The management accounts show a cash surplus each year, nearly double that of the public accounts for the past three years. The most startling year was 2009/10 where management accounts display a surplus of £49.926m (10.7% of income) but the public accounts show a surplus of £25.353m (5.4% of income).

The briefing for this year’s public accounts shows that for the financial year 2011/12, which will be published in November 2012, the University has been reporting a £2.1m-£6.8m deficit, despite their private accounts showing a large surplus of £24.2m-£24.4m.

the private report is remarkably candid about the future “As present the university will publish a deficit for 2012/13, but based on past performance”, Management accounting practices are far less historically orientated than financial accounting. The figures in the statutory accounts include significant depreciation on assets bought in previous financial years, and exclude certain revenue streams. This may all be in line with correct accounting practice, but it nonetheless means that this provides a less accurate year-on-year image of how the University’s financial situation is changing than can be gained from reading the Management Accounts. As such, a glance at the Public Accounts suggests that the University is now in deficit, but management will be making choices based on accounts which show that they have a cash surplus.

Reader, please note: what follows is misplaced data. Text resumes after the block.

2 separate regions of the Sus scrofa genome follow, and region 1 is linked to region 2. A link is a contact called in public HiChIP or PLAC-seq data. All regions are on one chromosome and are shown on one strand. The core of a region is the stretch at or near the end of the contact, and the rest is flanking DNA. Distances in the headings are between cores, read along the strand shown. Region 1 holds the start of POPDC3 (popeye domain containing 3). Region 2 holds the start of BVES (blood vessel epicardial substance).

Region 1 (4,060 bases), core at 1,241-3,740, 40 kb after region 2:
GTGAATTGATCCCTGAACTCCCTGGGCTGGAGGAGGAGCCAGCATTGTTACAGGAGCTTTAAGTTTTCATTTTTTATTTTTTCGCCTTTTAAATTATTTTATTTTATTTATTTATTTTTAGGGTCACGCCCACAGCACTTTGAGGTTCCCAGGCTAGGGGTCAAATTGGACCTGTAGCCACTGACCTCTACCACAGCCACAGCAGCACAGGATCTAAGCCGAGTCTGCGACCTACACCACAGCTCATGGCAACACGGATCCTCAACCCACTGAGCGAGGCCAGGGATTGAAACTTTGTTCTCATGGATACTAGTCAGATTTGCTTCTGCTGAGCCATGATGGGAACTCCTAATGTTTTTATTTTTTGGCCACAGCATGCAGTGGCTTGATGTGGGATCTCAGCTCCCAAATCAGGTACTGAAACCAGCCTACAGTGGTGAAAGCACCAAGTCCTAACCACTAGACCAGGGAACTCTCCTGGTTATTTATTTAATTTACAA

for 2013/14 & 14/15 the private estimates are both well over the prediction on the public record. In public 13/14 is predicted between a deficit of £992,000 or a small surplus of £4.92 million, while privately the university estimates £24.265 million – £33.720 million. In 14/15 the public estimate is a surplus of £15.243 million, while in private they estimate £38.847 million surplus.